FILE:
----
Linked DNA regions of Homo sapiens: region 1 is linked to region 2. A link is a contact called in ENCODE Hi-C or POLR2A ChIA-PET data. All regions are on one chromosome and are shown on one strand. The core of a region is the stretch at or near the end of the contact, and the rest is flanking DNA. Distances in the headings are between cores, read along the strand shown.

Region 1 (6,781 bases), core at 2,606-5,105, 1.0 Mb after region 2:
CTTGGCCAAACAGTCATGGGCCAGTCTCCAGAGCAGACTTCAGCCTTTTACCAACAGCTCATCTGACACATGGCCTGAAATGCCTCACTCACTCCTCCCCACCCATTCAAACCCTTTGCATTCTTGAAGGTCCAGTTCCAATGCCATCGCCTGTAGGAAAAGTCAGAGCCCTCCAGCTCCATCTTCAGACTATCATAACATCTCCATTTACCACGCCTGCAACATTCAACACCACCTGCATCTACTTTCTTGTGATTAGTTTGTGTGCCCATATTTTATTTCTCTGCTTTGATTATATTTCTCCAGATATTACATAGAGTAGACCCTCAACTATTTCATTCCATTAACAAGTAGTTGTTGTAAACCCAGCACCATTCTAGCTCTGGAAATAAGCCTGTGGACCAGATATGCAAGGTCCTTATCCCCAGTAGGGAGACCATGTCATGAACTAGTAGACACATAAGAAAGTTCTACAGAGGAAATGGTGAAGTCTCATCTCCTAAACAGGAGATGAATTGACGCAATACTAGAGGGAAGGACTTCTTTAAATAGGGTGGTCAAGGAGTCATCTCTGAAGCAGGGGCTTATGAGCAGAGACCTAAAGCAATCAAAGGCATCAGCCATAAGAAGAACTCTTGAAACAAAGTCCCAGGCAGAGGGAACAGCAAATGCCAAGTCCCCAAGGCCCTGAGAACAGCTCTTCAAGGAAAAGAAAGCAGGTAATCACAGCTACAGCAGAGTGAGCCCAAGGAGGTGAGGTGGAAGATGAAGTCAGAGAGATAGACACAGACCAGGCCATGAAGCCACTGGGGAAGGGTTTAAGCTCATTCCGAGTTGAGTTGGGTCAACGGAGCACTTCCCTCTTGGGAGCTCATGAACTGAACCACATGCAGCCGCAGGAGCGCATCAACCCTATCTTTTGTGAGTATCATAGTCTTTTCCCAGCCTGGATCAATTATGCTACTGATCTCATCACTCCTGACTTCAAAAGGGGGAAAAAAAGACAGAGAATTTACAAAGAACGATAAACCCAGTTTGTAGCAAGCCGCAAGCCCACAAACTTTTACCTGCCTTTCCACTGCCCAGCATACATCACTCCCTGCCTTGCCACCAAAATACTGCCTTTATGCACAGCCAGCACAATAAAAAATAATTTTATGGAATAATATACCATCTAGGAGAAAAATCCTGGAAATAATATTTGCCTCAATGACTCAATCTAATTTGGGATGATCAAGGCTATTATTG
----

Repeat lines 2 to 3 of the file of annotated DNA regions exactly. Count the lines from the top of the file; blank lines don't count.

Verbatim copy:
Region 1 (6,781 bases), core at 2,606-5,105, 1.0 Mb after region 2:
CTTGGCCAAACAGTCATGGGCCAGTCTCCAGAGCAGACTTCAGCCTTTTACCAACAGCTCATCTGACACATGGCCTGAAATGCCTCACTCACTCCTCCCCACCCATTCAAACCCTTTGCATTCTTGAAGGTCCAGTTCCAATGCCATCGCCTGTAGGAAAAGTCAGAGCCCTCCAGCTCCATCTTCAGACTATCATAACATCTCCATTTACCACGCCTGCAACATTCAACACCACCTGCATCTACTTTCTTGTGATTAGTTTGTGTGCCCATATTTTATTTCTCTGCTTTGATTATATTTCTCCAGATATTACATAGAGTAGACCCTCAACTATTTCATTCCATTAACAAGTAGTTGTTGTAAACCCAGCACCATTCTAGCTCTGGAAATAAGCCTGTGGACCAGATATGCAAGGTCCTTATCCCCAGTAGGGAGACCATGTCATGAACTAGTAGACACATAAGAAAGTTCTACAGAGGAAATGGTGAAGTCTCATCTCCTAAACAGGAGATGAATTGACGCAATACTAGAGGGAAGGACTTCTTTAAATAGGGTGGTCAAGGAGTCATCTCTGAAGCAGGGGCTTATGAGCAGAGACCTAAAGCAATCAAAGGCATCAGCCATAAGAAGAACTCTTGAAACAAAGTCCCAGGCAGAGGGAACAGCAAATGCCAAGTCCCCAAGGCCCTGAGAACAGCTCTTCAAGGAAAAGAAAGCAGGTAATCACAGCTACAGCAGAGTGAGCCCAAGGAGGTGAGGTGGAAGATGAAGTCAGAGAGATAGACACAGACCAGGCCATGAAGCCACTGGGGAAGGGTTTAAGCTCATTCCGAGTTGAGTTGGGTCAACGGAGCACTTCCCTCTTGGGAGCTCATGAACTGAACCACATGCAGCCGCAGGAGCGCATCAACCCTATCTTTTGTGAGTATCATAGTCTTTTCCCAGCCTGGATCAATTATGCTACTGATCTCATCACTCCTGACTTCAAAAGGGGGAAAAAAAGACAGAGAATTTACAAAGAACGATAAACCCAGTTTGTAGCAAGCCGCAAGCCCACAAACTTTTACCTGCCTTTCCACTGCCCAGCATACATCACTCCCTGCCTTGCCACCAAAATACTGCCTTTATGCACAGCCAGCACAATAAAAAATAATTTTATGGAATAATATACCATCTAGGAGAAAAATCCTGGAAATAATATTTGCCTCAATGACTCAATCTAATTTGGGATGATCAAGGCTATTATTG